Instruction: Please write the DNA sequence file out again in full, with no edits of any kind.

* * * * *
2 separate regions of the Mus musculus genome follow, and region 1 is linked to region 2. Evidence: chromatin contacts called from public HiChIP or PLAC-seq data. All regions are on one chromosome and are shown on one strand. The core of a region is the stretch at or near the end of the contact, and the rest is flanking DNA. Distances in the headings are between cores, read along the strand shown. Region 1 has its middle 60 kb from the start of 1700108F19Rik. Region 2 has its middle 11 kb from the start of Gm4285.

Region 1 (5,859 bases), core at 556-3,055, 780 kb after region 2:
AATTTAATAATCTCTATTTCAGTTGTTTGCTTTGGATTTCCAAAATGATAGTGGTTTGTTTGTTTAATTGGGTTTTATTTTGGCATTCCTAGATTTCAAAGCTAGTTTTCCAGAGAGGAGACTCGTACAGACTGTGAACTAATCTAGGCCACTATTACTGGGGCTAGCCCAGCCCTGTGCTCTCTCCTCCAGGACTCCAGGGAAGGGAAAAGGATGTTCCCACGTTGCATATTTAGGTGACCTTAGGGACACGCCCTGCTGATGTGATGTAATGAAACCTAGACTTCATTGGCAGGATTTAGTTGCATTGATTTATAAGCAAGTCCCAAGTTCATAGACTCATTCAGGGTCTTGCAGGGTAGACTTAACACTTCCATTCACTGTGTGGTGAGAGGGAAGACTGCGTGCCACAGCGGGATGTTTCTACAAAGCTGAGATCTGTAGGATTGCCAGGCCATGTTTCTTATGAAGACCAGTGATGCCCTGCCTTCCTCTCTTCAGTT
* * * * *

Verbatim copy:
2 separate regions of the Mus musculus genome follow, and region 1 is linked to region 2. Evidence: chromatin contacts called from public HiChIP or PLAC-seq data. All regions are on one chromosome and are shown on one strand. The core of a region is the stretch at or near the end of the contact, and the rest is flanking DNA. Distances in the headings are between cores, read along the strand shown. Region 1 has its middle 60 kb from the start of 1700108F19Rik. Region 2 has its middle 11 kb from the start of Gm4285.

Region 1 (5,859 bases), core at 556-3,055, 780 kb after region 2:
AATTTAATAATCTCTATTTCAGTTGTTTGCTTTGGATTTCCAAAATGATAGTGGTTTGTTTGTTTAATTGGGTTTTATTTTGGCATTCCTAGATTTCAAAGCTAGTTTTCCAGAGAGGAGACTCGTACAGACTGTGAACTAATCTAGGCCACTATTACTGGGGCTAGCCCAGCCCTGTGCTCTCTCCTCCAGGACTCCAGGGAAGGGAAAAGGATGTTCCCACGTTGCATATTTAGGTGACCTTAGGGACACGCCCTGCTGATGTGATGTAATGAAACCTAGACTTCATTGGCAGGATTTAGTTGCATTGATTTATAAGCAAGTCCCAAGTTCATAGACTCATTCAGGGTCTTGCAGGGTAGACTTAACACTTCCATTCACTGTGTGGTGAGAGGGAAGACTGCGTGCCACAGCGGGATGTTTCTACAAAGCTGAGATCTGTAGGATTGCCAGGCCATGTTTCTTATGAAGACCAGTGATGCCCTGCCTTCCTCTCTTCAGTT